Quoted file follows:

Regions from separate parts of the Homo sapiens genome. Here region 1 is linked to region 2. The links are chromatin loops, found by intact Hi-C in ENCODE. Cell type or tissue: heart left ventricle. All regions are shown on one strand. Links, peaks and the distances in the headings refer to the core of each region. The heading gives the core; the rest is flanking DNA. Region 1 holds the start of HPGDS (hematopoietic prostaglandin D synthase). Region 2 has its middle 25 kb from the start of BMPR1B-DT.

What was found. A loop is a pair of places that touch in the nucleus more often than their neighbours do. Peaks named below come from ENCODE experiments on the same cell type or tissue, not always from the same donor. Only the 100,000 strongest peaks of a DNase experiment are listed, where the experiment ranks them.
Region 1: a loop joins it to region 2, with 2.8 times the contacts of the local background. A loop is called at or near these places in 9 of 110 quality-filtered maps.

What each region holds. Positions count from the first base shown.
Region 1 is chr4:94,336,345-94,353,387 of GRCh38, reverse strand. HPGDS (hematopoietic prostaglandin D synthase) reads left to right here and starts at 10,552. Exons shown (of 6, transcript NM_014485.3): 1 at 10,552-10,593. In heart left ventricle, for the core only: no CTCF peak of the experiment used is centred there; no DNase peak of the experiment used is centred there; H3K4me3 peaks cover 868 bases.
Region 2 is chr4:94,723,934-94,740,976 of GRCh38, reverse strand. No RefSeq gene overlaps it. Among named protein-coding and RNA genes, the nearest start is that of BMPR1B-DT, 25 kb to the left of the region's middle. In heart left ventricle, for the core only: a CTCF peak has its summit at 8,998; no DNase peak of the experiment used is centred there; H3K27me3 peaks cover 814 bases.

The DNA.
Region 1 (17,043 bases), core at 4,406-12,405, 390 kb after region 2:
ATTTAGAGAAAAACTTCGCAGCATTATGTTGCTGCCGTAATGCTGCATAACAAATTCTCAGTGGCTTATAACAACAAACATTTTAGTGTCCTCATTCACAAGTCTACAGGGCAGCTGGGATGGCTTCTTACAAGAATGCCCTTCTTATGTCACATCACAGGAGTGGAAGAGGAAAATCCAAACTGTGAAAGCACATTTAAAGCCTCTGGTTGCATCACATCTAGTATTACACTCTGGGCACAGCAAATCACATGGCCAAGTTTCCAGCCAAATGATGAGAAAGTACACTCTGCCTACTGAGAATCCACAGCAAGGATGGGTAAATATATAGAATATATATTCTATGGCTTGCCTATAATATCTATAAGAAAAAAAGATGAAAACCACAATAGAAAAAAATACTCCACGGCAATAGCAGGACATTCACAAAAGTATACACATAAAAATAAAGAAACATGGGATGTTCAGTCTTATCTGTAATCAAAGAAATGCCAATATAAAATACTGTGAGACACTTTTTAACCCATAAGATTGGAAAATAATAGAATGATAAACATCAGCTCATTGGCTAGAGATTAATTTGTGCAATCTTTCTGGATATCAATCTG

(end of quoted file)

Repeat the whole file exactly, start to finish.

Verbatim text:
Regions from separate parts of the Homo sapiens genome. Here region 1 is linked to region 2. The links are chromatin loops, found by intact Hi-C in ENCODE. Cell type or tissue: heart left ventricle. All regions are shown on one strand. Links, peaks and the distances in the headings refer to the core of each region. The heading gives the core; the rest is flanking DNA. Region 1 holds the start of HPGDS (hematopoietic prostaglandin D synthase). Region 2 has its middle 25 kb from the start of BMPR1B-DT.

What was found. A loop is a pair of places that touch in the nucleus more often than their neighbours do. Peaks named below come from ENCODE experiments on the same cell type or tissue, not always from the same donor. Only the 100,000 strongest peaks of a DNase experiment are listed, where the experiment ranks them.
Region 1: a loop joins it to region 2, with 2.8 times the contacts of the local background. A loop is called at or near these places in 9 of 110 quality-filtered maps.

What each region holds. Positions count from the first base shown.
Region 1 is chr4:94,336,345-94,353,387 of GRCh38, reverse strand. HPGDS (hematopoietic prostaglandin D synthase) reads left to right here and starts at 10,552. Exons shown (of 6, transcript NM_014485.3): 1 at 10,552-10,593. In heart left ventricle, for the core only: no CTCF peak of the experiment used is centred there; no DNase peak of the experiment used is centred there; H3K4me3 peaks cover 868 bases.
Region 2 is chr4:94,723,934-94,740,976 of GRCh38, reverse strand. No RefSeq gene overlaps it. Among named protein-coding and RNA genes, the nearest start is that of BMPR1B-DT, 25 kb to the left of the region's middle. In heart left ventricle, for the core only: a CTCF peak has its summit at 8,998; no DNase peak of the experiment used is centred there; H3K27me3 peaks cover 814 bases.

The DNA.
Region 1 (17,043 bases), core at 4,406-12,405, 390 kb after region 2:
ATTTAGAGAAAAACTTCGCAGCATTATGTTGCTGCCGTAATGCTGCATAACAAATTCTCAGTGGCTTATAACAACAAACATTTTAGTGTCCTCATTCACAAGTCTACAGGGCAGCTGGGATGGCTTCTTACAAGAATGCCCTTCTTATGTCACATCACAGGAGTGGAAGAGGAAAATCCAAACTGTGAAAGCACATTTAAAGCCTCTGGTTGCATCACATCTAGTATTACACTCTGGGCACAGCAAATCACATGGCCAAGTTTCCAGCCAAATGATGAGAAAGTACACTCTGCCTACTGAGAATCCACAGCAAGGATGGGTAAATATATAGAATATATATTCTATGGCTTGCCTATAATATCTATAAGAAAAAAAGATGAAAACCACAATAGAAAAAAATACTCCACGGCAATAGCAGGACATTCACAAAAGTATACACATAAAAATAAAGAAACATGGGATGTTCAGTCTTATCTGTAATCAAAGAAATGCCAATATAAAATACTGTGAGACACTTTTTAACCCATAAGATTGGAAAATAATAGAATGATAAACATCAGCTCATTGGCTAGAGATTAATTTGTGCAATCTTTCTGGATATCAATCTG